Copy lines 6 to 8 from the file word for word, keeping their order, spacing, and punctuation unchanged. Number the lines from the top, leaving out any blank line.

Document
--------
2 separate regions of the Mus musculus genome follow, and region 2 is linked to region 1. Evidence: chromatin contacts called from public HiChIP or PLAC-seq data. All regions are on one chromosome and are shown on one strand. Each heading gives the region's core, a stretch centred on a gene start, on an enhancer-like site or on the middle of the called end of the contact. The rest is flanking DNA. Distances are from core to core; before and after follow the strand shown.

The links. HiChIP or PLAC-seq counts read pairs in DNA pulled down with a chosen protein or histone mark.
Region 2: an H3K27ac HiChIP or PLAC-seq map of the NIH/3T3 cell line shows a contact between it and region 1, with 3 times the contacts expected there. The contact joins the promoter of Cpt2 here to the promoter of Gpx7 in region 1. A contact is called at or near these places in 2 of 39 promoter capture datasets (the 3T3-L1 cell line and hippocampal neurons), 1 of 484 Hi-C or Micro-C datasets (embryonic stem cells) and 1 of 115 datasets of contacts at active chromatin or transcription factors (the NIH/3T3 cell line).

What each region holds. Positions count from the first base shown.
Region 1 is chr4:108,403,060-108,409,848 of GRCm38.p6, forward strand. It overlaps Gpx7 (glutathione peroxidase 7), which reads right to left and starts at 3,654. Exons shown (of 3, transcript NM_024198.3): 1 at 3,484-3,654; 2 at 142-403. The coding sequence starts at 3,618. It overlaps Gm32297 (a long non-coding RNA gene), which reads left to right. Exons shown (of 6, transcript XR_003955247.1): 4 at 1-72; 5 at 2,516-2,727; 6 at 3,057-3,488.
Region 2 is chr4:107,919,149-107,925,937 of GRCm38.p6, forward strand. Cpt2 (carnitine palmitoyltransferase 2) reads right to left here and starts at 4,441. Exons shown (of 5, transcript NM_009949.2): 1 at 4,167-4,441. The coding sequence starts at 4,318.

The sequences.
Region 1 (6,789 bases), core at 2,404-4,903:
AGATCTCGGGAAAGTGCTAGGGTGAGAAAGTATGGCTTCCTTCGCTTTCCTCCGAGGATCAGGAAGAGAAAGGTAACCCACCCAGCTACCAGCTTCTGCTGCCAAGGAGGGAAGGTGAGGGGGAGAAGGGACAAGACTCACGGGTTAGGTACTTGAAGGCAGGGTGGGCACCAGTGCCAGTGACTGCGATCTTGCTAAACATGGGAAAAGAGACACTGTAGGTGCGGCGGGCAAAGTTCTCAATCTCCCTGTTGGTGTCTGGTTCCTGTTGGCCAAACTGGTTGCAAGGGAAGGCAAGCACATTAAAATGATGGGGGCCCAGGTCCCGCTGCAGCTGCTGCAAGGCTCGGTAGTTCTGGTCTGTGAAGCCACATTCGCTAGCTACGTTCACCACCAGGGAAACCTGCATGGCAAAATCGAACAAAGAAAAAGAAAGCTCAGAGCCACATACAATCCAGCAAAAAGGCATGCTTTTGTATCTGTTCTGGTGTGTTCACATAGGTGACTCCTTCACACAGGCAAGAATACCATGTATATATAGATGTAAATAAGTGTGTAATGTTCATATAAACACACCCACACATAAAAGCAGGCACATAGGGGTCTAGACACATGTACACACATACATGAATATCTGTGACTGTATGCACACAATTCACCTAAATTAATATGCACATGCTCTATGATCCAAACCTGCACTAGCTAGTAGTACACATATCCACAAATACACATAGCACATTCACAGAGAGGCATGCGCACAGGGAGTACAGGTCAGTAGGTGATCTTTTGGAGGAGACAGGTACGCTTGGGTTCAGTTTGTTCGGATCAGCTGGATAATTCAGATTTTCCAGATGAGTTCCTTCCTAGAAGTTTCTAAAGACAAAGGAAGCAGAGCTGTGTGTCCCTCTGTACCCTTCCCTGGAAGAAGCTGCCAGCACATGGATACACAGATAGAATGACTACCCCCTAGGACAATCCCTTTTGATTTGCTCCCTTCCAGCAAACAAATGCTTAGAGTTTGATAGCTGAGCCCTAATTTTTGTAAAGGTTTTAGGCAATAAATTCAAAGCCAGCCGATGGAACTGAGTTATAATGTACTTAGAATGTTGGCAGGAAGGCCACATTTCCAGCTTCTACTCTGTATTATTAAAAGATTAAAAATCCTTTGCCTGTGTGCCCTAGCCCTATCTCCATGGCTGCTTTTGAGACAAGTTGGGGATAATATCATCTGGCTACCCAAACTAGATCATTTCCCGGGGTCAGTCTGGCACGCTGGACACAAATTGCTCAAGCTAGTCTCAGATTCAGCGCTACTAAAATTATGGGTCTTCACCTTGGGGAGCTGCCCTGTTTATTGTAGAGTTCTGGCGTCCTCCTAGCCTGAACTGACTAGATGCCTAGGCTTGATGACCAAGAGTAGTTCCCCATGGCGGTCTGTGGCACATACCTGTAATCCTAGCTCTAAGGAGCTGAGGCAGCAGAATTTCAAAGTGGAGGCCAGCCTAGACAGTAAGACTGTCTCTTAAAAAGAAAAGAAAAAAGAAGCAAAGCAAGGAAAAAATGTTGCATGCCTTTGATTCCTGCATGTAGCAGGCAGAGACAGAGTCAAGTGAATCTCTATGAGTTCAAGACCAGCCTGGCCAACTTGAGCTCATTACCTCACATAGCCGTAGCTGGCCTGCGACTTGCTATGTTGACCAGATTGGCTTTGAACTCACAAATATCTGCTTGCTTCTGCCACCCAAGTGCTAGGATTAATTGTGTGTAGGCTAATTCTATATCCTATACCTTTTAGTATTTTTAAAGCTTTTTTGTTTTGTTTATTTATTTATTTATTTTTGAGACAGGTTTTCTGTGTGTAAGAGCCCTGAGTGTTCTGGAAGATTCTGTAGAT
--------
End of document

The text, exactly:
Region 2 is chr4:107,919,149-107,925,937 of GRCm38.p6, forward strand. Cpt2 (carnitine palmitoyltransferase 2) reads right to left here and starts at 4,441. Exons shown (of 5, transcript NM_009949.2): 1 at 4,167-4,441. The coding sequence starts at 4,318.

The sequences.
Region 1 (6,789 bases), core at 2,404-4,903: